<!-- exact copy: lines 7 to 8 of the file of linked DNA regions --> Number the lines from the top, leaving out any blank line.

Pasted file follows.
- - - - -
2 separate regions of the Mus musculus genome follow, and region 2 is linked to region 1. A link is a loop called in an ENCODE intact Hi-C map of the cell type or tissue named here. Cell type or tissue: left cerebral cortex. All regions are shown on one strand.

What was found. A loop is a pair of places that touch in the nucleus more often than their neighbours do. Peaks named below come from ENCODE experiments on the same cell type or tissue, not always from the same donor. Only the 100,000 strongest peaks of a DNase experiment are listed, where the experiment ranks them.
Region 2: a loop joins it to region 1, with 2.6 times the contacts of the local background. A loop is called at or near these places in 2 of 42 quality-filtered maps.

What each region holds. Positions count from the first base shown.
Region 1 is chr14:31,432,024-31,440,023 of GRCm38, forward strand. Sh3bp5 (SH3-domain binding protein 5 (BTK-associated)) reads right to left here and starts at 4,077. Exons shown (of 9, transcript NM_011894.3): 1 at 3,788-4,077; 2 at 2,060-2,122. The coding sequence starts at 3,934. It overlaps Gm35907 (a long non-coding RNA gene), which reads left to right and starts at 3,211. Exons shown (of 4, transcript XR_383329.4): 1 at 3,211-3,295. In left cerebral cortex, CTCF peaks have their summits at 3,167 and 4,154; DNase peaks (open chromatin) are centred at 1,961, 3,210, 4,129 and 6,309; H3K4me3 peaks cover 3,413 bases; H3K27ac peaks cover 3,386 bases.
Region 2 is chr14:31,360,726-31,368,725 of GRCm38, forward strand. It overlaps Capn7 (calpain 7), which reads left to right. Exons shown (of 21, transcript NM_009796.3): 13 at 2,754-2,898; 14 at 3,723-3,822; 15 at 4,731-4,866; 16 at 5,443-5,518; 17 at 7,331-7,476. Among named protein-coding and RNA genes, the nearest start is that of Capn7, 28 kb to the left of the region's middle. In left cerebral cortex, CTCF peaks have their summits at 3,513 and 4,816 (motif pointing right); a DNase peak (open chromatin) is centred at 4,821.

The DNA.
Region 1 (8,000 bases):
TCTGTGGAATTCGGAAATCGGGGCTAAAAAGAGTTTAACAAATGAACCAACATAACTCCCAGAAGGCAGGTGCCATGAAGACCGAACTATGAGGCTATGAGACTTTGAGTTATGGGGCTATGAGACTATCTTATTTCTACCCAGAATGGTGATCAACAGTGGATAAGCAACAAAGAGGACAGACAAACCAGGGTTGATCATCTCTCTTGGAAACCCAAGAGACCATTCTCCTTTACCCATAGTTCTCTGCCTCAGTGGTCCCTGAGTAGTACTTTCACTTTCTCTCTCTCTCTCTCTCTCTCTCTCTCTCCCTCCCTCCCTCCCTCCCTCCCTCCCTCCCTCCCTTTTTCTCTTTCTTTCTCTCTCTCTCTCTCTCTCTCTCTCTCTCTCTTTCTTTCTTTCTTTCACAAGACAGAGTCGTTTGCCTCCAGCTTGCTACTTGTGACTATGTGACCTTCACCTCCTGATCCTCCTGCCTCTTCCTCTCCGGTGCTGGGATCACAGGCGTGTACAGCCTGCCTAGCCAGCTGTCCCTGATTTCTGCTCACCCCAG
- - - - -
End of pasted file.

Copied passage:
The DNA.
Region 1 (8,000 bases):